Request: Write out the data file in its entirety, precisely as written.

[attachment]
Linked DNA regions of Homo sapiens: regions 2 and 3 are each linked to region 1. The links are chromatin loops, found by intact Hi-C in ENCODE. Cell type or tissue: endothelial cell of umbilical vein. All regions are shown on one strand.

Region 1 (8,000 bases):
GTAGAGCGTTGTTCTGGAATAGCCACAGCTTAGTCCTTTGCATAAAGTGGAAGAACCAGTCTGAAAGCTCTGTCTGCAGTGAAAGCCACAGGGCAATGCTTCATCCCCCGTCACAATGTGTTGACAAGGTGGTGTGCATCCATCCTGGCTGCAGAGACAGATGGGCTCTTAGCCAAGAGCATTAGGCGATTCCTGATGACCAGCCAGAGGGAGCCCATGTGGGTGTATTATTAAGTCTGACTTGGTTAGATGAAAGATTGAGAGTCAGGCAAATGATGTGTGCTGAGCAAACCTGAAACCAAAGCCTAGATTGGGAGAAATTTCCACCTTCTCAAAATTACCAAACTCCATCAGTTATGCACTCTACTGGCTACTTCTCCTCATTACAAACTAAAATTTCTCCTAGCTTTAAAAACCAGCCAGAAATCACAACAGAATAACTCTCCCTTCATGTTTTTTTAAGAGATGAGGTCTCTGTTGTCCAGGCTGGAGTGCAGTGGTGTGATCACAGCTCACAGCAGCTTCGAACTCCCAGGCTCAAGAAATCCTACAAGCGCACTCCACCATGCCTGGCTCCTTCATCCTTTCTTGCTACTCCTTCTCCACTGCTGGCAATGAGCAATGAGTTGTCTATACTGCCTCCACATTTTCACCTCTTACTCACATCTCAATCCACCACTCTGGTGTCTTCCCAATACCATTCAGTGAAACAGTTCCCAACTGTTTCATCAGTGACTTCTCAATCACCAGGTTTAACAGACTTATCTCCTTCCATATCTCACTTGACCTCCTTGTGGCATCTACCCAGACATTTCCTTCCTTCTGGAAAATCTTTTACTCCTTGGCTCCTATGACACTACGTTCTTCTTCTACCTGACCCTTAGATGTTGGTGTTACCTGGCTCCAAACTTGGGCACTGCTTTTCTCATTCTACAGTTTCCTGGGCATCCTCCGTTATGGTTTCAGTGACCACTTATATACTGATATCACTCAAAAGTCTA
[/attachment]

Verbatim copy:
Linked DNA regions of Homo sapiens: regions 2 and 3 are each linked to region 1. The links are chromatin loops, found by intact Hi-C in ENCODE. Cell type or tissue: endothelial cell of umbilical vein. All regions are shown on one strand.

Region 1 (8,000 bases):
GTAGAGCGTTGTTCTGGAATAGCCACAGCTTAGTCCTTTGCATAAAGTGGAAGAACCAGTCTGAAAGCTCTGTCTGCAGTGAAAGCCACAGGGCAATGCTTCATCCCCCGTCACAATGTGTTGACAAGGTGGTGTGCATCCATCCTGGCTGCAGAGACAGATGGGCTCTTAGCCAAGAGCATTAGGCGATTCCTGATGACCAGCCAGAGGGAGCCCATGTGGGTGTATTATTAAGTCTGACTTGGTTAGATGAAAGATTGAGAGTCAGGCAAATGATGTGTGCTGAGCAAACCTGAAACCAAAGCCTAGATTGGGAGAAATTTCCACCTTCTCAAAATTACCAAACTCCATCAGTTATGCACTCTACTGGCTACTTCTCCTCATTACAAACTAAAATTTCTCCTAGCTTTAAAAACCAGCCAGAAATCACAACAGAATAACTCTCCCTTCATGTTTTTTTAAGAGATGAGGTCTCTGTTGTCCAGGCTGGAGTGCAGTGGTGTGATCACAGCTCACAGCAGCTTCGAACTCCCAGGCTCAAGAAATCCTACAAGCGCACTCCACCATGCCTGGCTCCTTCATCCTTTCTTGCTACTCCTTCTCCACTGCTGGCAATGAGCAATGAGTTGTCTATACTGCCTCCACATTTTCACCTCTTACTCACATCTCAATCCACCACTCTGGTGTCTTCCCAATACCATTCAGTGAAACAGTTCCCAACTGTTTCATCAGTGACTTCTCAATCACCAGGTTTAACAGACTTATCTCCTTCCATATCTCACTTGACCTCCTTGTGGCATCTACCCAGACATTTCCTTCCTTCTGGAAAATCTTTTACTCCTTGGCTCCTATGACACTACGTTCTTCTTCTACCTGACCCTTAGATGTTGGTGTTACCTGGCTCCAAACTTGGGCACTGCTTTTCTCATTCTACAGTTTCCTGGGCATCCTCCGTTATGGTTTCAGTGACCACTTATATACTGATATCACTCAAAAGTCTA